The Stepford Wives

The Stepford Wives (2004)
Paramount Home Video
Cast: Nicole Kidman, Matthew Broderick, Bette Midler, Glenn Close, Christopher Walken, Jon Lovitz
Extras: Commentary Track, Featurettes, Deleted Scenes, Gag Reel, Trailers and more

I have to admit that I’ve never been a big fan of the original "Stepford Wives" from 1975. I always found the film a tad too dry and unexciting for its own good. However, under the direction of Frank Oz, whose body of work I greatly admire and whom I consider an incredibly gifted storyteller, I was hopeful that this Ira Levin story will finally get its dues. So when I received this DVD for review I was eager to check it out.

After ungraciously losing her job at a TV network, Joanna Eberhart (Nicole Kidman) and her husband Walter (Matthew Broderick) move to the quaint little town of Stepford in Connecticut. Everything seems perfect in this snobby upper-crust neighborhood. A little too perfect one may say. As Joanna quickly realizes however, the women of Stepford act quite a bit erratically. One of them picture-perfect prettier than the next they do seem to lack a certain quality, usually associated with human beings. Brains. They all seem to be completely artificial, shallow, superficial and plain dumb, and Joanna gets increasingly determined to find out what’s wrong with these bimbos.
[Spoiler warning: Please skip this paragraph if you do not wish to know more about the secret of Stepford]
In the meanwhile her husband Walter is being included in the men’s circle at Stepford where he learns the truth about the Stepford Wives. A truth that has been withheld from public view for some time. With the help of modern science, the men of Stepford have actually replaced their original wives with dummies. Inserting microchips into their brains, they altered the women’s behavior, conscience and now even control their physiognomy with remote controls. After evaluating Walter, they also extend their offer to him… to turn Joanna from a high-powered executive to a remote controlled robot without her own will. There, only to serve one master. Her husband.
[Spoiler end]

This new version of "The Stepford Wives" has been updated to include more contemporary references in the material that will make the film more accessible today’s audiences. It has also been wonderfully cast with an array of actors you would not necessarily pick for their parts without thinking. Led by Nicole Kidman and Matthew Broderick, the cast also features Bette Midler, Glenn Close, Christopher Walken, Jon Lovitz and Faith Hill, for example, each of them leaving a great impression in this tale. Frank Oz made sure the film is never too serious and sprinkled in some great moments that lighten up the material a bit while never taking away from the suspense. The pacing of the film is great, making it fast enough to keep the suspense going but also taking enough time to explore the subject in small little flourishes.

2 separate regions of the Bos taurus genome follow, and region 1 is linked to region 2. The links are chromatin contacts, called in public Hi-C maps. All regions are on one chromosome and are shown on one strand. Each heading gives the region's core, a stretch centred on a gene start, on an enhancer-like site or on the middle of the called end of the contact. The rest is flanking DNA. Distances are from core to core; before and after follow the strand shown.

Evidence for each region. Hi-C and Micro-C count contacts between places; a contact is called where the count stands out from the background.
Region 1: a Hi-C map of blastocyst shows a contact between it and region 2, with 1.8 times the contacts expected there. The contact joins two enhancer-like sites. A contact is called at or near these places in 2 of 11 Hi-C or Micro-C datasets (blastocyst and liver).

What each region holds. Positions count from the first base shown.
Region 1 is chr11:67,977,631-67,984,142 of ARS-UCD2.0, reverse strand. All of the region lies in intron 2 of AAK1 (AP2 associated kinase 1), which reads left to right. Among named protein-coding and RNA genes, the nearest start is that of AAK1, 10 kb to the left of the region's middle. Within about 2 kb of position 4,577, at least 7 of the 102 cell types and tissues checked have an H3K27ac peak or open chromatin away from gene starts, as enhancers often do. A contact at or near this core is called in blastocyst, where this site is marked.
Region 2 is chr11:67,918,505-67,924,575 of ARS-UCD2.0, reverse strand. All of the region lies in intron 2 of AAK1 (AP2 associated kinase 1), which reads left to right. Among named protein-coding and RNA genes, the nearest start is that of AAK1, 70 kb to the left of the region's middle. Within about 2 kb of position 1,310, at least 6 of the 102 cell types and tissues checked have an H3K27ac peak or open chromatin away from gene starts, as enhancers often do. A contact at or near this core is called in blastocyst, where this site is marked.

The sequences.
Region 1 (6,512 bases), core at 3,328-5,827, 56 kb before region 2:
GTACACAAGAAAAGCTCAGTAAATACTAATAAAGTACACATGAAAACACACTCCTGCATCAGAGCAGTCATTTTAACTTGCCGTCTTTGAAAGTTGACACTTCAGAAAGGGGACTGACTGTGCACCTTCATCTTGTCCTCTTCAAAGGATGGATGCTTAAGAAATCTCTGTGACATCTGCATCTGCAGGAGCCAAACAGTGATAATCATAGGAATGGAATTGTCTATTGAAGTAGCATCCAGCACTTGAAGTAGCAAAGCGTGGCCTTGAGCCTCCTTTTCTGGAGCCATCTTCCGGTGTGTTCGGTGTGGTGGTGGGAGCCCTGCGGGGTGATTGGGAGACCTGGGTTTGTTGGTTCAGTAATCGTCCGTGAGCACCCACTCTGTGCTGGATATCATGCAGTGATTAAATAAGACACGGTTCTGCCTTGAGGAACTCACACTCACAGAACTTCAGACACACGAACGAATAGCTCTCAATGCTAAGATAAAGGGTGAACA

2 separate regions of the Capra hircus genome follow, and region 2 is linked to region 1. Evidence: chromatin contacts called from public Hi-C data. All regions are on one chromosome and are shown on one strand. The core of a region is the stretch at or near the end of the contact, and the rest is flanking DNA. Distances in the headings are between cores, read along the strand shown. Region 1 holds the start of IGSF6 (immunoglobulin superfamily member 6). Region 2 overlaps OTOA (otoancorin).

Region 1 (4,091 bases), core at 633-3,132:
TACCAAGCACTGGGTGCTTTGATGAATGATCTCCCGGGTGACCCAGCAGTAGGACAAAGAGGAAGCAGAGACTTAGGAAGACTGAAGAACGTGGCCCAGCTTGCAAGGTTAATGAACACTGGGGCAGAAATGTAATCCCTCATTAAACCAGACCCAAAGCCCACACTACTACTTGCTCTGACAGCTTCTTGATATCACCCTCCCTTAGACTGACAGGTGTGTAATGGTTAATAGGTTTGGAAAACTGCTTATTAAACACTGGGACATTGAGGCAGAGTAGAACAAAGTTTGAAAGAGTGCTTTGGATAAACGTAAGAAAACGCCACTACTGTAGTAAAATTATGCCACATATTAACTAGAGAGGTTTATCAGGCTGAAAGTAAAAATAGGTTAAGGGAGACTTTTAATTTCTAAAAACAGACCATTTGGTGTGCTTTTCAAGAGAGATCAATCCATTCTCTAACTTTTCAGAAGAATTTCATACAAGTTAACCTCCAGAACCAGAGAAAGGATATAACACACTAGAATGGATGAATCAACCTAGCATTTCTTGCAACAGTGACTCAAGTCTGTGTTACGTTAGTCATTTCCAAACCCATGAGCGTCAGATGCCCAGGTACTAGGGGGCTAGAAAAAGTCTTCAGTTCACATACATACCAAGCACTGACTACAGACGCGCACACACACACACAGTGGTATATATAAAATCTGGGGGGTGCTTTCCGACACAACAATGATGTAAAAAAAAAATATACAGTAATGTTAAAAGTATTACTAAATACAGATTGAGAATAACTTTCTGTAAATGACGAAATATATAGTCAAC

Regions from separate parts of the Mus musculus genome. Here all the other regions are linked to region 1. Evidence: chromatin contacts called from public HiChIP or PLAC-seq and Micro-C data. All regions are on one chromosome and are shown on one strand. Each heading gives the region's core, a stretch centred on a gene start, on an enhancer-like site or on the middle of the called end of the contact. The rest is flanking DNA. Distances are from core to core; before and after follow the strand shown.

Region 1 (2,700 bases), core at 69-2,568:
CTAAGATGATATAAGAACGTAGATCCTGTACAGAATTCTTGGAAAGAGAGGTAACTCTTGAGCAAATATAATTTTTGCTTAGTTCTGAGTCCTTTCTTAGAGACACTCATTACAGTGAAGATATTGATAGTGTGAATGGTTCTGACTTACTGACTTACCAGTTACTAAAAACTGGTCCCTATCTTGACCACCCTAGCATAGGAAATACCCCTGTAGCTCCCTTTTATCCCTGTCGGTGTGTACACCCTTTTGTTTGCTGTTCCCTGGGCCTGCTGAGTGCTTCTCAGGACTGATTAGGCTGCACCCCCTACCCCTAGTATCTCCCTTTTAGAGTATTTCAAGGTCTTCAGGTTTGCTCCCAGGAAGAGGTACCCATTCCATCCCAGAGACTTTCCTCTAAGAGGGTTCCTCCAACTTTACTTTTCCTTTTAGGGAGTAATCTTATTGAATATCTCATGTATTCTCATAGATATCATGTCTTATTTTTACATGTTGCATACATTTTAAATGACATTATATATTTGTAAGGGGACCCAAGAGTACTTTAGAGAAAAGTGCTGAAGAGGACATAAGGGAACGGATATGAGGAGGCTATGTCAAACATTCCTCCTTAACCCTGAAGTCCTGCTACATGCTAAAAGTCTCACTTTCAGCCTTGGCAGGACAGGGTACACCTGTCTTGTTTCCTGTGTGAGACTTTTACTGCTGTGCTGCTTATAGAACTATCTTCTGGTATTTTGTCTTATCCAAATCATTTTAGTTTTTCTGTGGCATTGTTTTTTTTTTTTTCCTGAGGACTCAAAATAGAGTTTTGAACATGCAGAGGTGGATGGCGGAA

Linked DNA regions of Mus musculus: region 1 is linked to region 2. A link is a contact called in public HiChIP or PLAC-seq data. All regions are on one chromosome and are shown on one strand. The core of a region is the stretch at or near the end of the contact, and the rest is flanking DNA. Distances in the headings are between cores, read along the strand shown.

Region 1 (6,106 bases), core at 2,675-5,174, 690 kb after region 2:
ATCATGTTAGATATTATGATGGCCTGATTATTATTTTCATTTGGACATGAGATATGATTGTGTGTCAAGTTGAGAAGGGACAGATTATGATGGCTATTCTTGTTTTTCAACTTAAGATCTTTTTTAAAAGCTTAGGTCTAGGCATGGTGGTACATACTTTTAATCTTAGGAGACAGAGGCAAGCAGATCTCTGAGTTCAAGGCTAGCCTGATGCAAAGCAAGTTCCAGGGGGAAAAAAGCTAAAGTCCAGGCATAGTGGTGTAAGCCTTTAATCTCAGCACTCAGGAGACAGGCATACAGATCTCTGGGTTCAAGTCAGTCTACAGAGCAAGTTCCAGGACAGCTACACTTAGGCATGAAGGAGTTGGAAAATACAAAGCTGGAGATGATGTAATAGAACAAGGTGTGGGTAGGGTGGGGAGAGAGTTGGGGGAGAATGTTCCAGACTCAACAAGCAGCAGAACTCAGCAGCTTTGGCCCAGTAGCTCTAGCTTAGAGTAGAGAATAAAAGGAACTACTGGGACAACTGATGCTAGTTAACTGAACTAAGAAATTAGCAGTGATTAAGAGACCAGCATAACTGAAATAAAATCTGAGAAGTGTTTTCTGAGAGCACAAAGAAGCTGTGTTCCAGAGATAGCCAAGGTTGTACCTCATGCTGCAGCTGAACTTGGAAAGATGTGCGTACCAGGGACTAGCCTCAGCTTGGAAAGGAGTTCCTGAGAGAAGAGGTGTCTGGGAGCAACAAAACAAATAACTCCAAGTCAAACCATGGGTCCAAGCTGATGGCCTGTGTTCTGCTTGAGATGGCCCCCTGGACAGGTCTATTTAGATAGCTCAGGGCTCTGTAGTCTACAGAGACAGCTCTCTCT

Ira Levin’s novels often have a very paranoid and somewhat claustrophobic feel to them, whether it’s "A Kiss Before Dying," "Rosemary’s Baby," "Sliver," and of course, "The Stepford Wives." It is certainly hard to properly bring Levin’s sublime sense of threat, isolation and paranoia to the screen and just like Polanski did with "Rosemary’s Baby," Frank Oz managed to walk the tightrope and find just the right tone for this material.

Paramount Home Entertainment is presenting "The Stepford Wives" in its original <$PS,widescreen> aspect ratio on this DVD in a transfer that is <$16x9,enhanced for 16x9> television sets. A <$PS,fullscreen> version is being sold separately but it is not part of this review. Since this is a brand-new movie production, the image is, as expected, without even the slightest flaws. No blemishes, speckles or grain are evident anywhere and the level of detail in the transfer is staggering at times. Contrasts are always balanced and the black levels are deep and solid, firmly rooting the image with blacks that never break up and always hold their detail. No edge-enhancement or compression artifacts distract from the viewing experience.

The audio on the release is also a contemporary, active surround mix that uses a wide sound field and makes aggressive and virtually constant use of the surround channels. With a natural frequency response and dynamic range the track always brings out the best of each given moment and also gives David Arnold’s score plenty of room to breathe.

A series of special features are included on this release, including foremost a <$commentary,commentary track> by Frank Oz. Oz is witty, humorous and highly engaging as he elaborates on the making of the film as well as his intentions. It is a very entertaining commentary that’s also not too light on the informative side.

Also included are a selection of featurettes, such as "A Perfect World: The Making of The Stepford Wives." It is a traditional promotional featurette with some behind-the-scenes footage as well as cast and crew interviews.

A selection of deleted and extended scenes is also included on the release, giving you another glimpse at some of the characters in the film. These scenes are nicely complemented by a gag reel with some great, hilarious moments on the set. An overview over the Stepford Wives and one about the Stepford Husbands can also be found as well as easers and trailers for the film.

I greatly enjoyed this remake of "The Stepford Wives." It is an eloquent film that so aptly observes our continuous hunger for perfection as well as the shortcomings of it. With plenty of humor and a good level of suspense this film makes for a great viewing. Check it out yourself.